The second was when my mom, who hadn’t shown in 30 years, exhibited at the Level 1 Championships on her mare Sweet I Will Be. When there were only three left in the arena, she fell over her horse’s neck and gave her a big hug. Since my mom has been so supportive of my career, it was nice to see her get to be reserve.

The third is when one of my extremely hard-working youth kids, Savannah Dial, won the Level 1 Western Pleasure at the Level 1 Championships. Savannah had had a rough year getting to know her new horse, RR Lookin So Certain. She never had a negative attitude about the struggles they had, just put her nose to the grindstone and worked harder.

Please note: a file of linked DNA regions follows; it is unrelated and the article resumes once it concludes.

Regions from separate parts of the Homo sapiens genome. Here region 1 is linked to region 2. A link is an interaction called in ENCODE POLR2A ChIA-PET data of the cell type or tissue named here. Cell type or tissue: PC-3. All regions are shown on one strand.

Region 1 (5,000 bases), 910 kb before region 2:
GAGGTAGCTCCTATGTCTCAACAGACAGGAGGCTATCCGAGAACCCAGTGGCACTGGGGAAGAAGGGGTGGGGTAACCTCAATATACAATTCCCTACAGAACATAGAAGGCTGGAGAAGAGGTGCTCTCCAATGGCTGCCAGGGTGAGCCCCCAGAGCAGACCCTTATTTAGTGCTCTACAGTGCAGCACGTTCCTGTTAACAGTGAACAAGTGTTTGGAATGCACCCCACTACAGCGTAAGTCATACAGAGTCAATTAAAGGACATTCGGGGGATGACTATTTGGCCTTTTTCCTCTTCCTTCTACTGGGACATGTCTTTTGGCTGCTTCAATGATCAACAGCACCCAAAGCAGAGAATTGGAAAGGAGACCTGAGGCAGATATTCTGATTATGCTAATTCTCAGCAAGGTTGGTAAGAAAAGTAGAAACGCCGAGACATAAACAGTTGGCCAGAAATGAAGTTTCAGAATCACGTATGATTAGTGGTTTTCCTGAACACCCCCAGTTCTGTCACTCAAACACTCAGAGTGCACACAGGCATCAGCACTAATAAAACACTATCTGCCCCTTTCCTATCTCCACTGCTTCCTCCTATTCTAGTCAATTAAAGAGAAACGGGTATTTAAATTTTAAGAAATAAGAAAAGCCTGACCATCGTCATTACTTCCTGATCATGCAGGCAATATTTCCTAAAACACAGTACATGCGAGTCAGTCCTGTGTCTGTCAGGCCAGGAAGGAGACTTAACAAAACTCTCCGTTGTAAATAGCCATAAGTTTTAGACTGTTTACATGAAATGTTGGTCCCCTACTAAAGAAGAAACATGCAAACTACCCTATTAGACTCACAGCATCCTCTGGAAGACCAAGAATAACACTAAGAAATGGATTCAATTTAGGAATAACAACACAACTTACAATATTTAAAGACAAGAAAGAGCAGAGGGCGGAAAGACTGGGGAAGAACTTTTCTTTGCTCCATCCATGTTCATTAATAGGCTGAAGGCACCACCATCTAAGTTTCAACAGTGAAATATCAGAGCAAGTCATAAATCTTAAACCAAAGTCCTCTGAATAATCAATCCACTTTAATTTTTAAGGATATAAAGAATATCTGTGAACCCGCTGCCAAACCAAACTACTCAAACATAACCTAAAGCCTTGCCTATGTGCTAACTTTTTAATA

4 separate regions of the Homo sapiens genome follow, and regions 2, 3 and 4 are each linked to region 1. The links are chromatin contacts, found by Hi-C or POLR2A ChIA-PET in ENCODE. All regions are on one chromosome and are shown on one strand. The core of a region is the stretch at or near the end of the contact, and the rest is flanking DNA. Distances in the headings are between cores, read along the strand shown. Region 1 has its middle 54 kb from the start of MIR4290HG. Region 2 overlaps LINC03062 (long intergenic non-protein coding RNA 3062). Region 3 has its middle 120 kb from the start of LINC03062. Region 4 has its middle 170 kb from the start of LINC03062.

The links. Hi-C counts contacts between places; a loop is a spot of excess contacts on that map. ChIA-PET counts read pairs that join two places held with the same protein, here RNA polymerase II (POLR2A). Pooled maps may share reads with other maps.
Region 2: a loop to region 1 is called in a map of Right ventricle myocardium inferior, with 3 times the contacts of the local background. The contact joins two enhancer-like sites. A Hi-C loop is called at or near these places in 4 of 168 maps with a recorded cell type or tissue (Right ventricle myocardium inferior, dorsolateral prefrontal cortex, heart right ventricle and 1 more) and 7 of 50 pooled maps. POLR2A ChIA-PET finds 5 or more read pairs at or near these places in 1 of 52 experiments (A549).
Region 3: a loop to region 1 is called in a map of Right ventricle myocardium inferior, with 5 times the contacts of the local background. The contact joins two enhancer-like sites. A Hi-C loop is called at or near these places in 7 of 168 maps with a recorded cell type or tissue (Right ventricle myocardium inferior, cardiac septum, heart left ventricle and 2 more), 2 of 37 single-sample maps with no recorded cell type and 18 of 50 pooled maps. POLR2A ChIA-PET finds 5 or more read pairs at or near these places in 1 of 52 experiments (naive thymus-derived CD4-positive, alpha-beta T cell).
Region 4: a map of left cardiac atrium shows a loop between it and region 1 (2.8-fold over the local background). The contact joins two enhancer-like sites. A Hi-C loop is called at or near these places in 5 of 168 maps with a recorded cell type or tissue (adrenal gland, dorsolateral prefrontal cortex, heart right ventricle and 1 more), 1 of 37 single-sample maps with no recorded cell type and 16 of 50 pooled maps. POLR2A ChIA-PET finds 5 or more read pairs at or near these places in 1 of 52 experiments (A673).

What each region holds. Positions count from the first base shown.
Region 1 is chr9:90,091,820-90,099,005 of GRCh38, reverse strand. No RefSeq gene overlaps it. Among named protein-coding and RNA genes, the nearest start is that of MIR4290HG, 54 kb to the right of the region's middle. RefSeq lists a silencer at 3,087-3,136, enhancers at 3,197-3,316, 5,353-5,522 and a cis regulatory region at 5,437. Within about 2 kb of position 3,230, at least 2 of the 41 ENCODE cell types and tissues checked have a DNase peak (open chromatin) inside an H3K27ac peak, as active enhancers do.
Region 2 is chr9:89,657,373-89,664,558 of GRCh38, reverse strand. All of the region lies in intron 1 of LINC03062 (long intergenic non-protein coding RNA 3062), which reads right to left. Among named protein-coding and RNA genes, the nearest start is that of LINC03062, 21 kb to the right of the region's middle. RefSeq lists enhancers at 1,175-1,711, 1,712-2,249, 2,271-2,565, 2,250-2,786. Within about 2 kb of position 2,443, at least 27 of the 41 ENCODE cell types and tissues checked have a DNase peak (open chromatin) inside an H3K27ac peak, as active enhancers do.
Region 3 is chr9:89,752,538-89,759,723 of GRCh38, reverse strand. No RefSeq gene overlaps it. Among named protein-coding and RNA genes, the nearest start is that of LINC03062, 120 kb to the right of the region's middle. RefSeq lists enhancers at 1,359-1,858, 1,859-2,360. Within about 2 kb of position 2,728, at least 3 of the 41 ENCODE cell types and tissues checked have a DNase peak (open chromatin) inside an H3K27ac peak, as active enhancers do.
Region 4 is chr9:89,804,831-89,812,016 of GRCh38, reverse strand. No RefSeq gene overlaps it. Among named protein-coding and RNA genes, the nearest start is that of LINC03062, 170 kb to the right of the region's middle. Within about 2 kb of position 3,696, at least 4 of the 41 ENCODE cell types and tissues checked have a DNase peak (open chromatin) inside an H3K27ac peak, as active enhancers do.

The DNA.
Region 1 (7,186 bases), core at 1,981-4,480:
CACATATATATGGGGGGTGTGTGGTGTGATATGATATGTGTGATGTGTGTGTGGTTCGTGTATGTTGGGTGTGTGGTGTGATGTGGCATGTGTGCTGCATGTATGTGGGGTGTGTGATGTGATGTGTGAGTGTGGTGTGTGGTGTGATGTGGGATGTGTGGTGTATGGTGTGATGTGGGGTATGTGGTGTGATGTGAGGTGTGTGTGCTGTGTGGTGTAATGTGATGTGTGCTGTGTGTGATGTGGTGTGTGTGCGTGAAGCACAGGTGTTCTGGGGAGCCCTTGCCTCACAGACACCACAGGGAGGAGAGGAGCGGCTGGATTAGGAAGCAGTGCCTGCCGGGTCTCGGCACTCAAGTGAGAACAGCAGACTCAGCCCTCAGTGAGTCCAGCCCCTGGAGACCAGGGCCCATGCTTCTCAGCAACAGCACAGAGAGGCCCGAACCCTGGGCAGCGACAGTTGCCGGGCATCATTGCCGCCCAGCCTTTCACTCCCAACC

Q: What are some well-known horses you have helped train?

A: I think some of the most notable horses I trained while in California were Make Mine A Good Bar, HP Heza Dream, and Wicked N White.

Q: Who are some of your biggest mentors?

A: My biggest mentors are easy, Jim and Deanna (Searles). They have had an amazingly successful program for many years. It takes a special team to have the kind of staying power they have. They manage to also have a great balance with their personal and professional lives, which is nearly impossible to do at their level of success. Just a few of the many things I hope to learn from them.

Q: What advice do you have for young trainers?

A: Work hard. You may not think anyone notices, but they do. You will eventually be rewarded. Keep your head down, accept all help anyone offers…you don’t have to use it all, but you should still listen and analyze. Stay out of the drama; some people may not like you for it, but it’s better for your mental health. Most importantly, be a horseman, not just a horse trainer.

Q: Favorite memories from the industry?